Utilization dropped to a much more manageable level after installing the most recent set of drivers from Realtek, but as we can see from the screenshot above taken after updating the drivers, it is still possible to experience a CPU constraint during playback if secondary activities/processes are not prioritized appropriately.

Media/Power Performance Table
State Power Range Average Power Average CPU
S4/S5 1.1W 1.1W N/A
S3 1.0-1.4W 1.2W N/A
IDLE 10.0-11.2W 10.2W 0-2%
Full CPU Load (Prime95) 19.3-19.9 19.7W 100%
Netflix SD (Silverlight*)*** 19.5-21.0W 20.3W 92%
Netflix HD (Silverlight*)** 19.6-21.1W 20.7W 100%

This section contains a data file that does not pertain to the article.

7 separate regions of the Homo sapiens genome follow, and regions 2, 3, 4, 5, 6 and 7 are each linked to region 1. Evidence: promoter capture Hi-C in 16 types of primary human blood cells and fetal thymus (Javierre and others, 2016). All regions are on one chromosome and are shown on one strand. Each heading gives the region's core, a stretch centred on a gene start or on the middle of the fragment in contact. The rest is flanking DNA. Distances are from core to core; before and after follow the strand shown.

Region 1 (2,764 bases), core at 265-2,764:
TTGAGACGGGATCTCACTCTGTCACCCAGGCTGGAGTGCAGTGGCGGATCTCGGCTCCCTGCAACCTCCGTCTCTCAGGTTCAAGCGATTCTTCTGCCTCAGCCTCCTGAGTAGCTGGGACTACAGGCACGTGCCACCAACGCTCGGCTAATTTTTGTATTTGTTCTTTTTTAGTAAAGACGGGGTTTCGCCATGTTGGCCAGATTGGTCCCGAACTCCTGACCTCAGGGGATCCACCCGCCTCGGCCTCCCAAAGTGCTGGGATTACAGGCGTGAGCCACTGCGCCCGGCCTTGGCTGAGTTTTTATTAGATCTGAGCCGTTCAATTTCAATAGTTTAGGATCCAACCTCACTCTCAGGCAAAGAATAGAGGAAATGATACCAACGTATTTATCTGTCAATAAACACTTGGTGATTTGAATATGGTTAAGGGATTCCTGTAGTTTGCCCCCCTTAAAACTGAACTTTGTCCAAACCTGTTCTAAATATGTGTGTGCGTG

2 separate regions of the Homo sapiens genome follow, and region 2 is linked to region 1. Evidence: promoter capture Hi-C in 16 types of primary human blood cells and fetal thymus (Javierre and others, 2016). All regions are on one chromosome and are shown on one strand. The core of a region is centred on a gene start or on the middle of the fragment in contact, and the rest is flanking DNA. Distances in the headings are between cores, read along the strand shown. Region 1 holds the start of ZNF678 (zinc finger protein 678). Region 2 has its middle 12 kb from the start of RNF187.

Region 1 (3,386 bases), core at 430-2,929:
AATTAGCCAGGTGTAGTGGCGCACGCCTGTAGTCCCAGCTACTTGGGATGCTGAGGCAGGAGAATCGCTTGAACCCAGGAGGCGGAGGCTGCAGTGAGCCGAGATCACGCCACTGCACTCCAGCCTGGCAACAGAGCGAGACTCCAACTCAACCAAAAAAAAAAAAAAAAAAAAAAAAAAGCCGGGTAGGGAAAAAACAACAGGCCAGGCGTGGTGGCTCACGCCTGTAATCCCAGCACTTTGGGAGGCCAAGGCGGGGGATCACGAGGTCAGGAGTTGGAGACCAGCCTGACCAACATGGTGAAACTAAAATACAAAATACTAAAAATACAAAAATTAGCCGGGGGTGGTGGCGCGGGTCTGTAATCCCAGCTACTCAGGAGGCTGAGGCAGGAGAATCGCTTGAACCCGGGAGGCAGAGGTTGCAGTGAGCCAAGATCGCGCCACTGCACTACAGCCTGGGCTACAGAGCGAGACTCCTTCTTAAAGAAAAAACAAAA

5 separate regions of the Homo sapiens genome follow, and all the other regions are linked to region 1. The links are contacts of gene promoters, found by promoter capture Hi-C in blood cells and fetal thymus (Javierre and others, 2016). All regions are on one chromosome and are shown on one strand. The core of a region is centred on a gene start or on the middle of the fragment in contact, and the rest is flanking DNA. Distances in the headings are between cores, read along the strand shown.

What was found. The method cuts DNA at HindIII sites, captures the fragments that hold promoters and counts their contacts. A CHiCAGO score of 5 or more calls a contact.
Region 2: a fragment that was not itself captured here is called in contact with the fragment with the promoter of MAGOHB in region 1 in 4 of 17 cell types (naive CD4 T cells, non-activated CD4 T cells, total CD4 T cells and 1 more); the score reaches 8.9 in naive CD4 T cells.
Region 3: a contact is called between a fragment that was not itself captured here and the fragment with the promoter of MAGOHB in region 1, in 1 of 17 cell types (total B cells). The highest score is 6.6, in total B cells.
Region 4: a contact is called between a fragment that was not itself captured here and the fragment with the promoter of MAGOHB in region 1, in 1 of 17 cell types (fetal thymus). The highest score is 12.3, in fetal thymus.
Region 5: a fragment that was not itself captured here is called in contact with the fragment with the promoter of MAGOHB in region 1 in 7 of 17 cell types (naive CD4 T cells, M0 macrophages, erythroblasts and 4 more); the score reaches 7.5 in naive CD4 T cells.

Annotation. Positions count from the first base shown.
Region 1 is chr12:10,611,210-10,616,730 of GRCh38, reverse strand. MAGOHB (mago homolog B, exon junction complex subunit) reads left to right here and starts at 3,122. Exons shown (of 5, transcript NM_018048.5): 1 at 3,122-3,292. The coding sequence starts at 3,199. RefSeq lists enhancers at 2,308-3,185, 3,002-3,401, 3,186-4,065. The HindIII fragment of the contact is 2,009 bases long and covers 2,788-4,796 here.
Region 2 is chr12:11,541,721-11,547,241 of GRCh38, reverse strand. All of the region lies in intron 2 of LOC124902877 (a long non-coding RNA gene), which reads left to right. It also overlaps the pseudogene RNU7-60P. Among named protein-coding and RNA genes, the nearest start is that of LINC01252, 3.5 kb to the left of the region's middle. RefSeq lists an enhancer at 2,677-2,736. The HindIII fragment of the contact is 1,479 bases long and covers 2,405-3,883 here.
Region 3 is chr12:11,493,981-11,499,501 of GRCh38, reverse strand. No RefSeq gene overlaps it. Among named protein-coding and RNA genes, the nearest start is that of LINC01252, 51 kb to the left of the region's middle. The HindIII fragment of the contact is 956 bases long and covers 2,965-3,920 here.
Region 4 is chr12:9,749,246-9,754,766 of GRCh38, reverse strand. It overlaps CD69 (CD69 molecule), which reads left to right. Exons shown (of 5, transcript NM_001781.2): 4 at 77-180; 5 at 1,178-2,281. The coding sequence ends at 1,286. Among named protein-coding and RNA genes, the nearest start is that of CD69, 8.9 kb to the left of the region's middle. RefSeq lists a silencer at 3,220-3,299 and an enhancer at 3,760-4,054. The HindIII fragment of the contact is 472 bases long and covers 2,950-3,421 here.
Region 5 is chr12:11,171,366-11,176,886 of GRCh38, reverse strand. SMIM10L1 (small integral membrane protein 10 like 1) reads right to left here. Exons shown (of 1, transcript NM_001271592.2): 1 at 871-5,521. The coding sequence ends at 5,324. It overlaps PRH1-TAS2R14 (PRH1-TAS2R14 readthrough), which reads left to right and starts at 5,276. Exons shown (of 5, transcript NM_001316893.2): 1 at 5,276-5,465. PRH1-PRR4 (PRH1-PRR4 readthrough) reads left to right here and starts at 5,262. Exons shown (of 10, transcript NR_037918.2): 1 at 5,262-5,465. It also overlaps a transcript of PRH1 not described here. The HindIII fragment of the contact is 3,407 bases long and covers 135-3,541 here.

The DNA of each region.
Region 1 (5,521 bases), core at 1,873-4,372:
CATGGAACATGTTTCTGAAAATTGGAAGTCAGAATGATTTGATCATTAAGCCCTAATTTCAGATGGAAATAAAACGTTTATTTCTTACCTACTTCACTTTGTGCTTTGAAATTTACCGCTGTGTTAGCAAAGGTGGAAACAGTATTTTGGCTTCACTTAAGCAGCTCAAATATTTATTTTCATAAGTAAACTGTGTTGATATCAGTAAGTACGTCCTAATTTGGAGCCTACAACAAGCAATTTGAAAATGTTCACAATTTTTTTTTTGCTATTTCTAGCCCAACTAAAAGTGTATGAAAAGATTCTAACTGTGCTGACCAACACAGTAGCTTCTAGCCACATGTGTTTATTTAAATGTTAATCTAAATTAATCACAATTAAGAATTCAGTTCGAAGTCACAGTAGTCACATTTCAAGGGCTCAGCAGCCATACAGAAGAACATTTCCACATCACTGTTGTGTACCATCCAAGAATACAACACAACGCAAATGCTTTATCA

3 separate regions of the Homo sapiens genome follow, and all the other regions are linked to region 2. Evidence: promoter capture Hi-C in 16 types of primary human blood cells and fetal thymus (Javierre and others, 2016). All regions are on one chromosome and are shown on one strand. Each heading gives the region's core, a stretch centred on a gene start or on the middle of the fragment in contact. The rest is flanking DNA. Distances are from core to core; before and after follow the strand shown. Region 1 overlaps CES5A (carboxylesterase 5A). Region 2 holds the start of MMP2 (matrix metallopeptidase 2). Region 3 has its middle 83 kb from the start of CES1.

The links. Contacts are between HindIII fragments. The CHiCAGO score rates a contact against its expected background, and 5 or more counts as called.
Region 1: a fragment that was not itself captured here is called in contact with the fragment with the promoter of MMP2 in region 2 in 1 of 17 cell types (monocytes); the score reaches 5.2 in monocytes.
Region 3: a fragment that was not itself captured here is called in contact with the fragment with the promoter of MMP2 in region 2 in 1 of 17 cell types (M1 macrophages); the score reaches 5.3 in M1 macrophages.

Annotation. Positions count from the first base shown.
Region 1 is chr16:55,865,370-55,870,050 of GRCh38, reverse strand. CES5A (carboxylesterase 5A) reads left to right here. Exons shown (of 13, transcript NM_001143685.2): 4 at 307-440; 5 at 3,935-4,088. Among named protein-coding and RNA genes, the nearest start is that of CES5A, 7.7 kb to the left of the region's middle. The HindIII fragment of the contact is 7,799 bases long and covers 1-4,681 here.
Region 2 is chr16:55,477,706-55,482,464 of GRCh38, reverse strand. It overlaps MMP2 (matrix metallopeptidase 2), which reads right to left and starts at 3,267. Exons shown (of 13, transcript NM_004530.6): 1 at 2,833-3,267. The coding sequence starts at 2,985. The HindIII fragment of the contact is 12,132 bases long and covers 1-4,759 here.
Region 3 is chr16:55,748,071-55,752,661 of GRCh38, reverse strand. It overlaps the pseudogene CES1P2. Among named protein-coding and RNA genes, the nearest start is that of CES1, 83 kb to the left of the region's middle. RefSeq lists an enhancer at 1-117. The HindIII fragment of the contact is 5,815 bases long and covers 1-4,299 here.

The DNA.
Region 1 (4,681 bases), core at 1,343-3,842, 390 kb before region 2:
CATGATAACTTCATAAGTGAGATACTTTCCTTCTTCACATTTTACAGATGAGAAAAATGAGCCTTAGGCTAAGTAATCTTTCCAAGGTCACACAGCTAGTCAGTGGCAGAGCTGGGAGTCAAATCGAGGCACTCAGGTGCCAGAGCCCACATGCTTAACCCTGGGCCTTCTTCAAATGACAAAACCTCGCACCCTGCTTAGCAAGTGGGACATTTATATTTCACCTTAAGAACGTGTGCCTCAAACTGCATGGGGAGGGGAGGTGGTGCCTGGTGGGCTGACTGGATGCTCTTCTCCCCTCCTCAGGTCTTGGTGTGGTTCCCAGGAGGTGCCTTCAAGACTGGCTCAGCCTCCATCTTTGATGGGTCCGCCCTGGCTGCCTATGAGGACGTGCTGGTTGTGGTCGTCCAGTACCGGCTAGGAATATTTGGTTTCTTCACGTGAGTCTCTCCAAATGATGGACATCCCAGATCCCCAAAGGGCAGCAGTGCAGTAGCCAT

YouTube 480p (Flash) 15.4-16.1W 15.6W 31%
YouTube 1080p (Flash) 18.3-20.7W 20.3W 53%
3D MVC/DTS-HD BD ** 23.6-25.2W 24.2W 79.05%
AVC/DTS-HD BD 21.6-23.1W 21.9W 31.68%
VC-1/DTS-HD BD 20.6-21.5W 21.2W 23.82%
AVC/TrueHD BD 22.0-22.6W 22.2W 31.94%
VC-1/TrueHD BD 21.7-22.3W 22.1W 22.66%
VC-1/TrueHD M2TS
(MPC-HC DXVA/ffdshow)
16.0-16.5W 16.1W 25.42%
VC-1/TrueHD M2TS
(MPC-HC FFmpeg*/ffdshow)**
18.6-20.1W 19.2W 66.63%
VC-1/DTS-HD M2TS
(MPC-HC DXVA/ffdshow)
15.8-16.6W 16.2W 12.89%
VC-1/DTS-HD M2TS
(MPC-HC FFmpeg/ffdshow)**
18.0-21.4W 19.4W 55.66%
VC-1/TrueHD M2TS
(Arcsoft/ffdshow)
15.1-15.8W 15.4W 22.78%
VC-1/DTS-HD M2TS
(Arcsoft/ffdshow)
15.5-16.6W 16.1W 9.16%
AVC/TrueHD M2TS
(MPC-HC DXVA/ffdshow)
17.2-18.0W 17.5W 29.38%
AVC/TrueHD M2TS
(MPC-HC FFmpeg*/ffdshow)**
19.0-20.5W 19.5W 84.15%
AVC/DTS-HD M2TS
(MPC-HC DXVA/ffdshow)
16.7-17.8W 17.4W 15.90%
AVC/DTS-HD M2TS
(MPC-HC FFmpeg*/ffdshow)**
18.6-20.9W 19.4W 75.50%
AVC/TrueHD M2TS
(MS DXVA/ffdshow)
17.6-18.5W 17.8W 33.41%
AVC/DTS-HD M2TS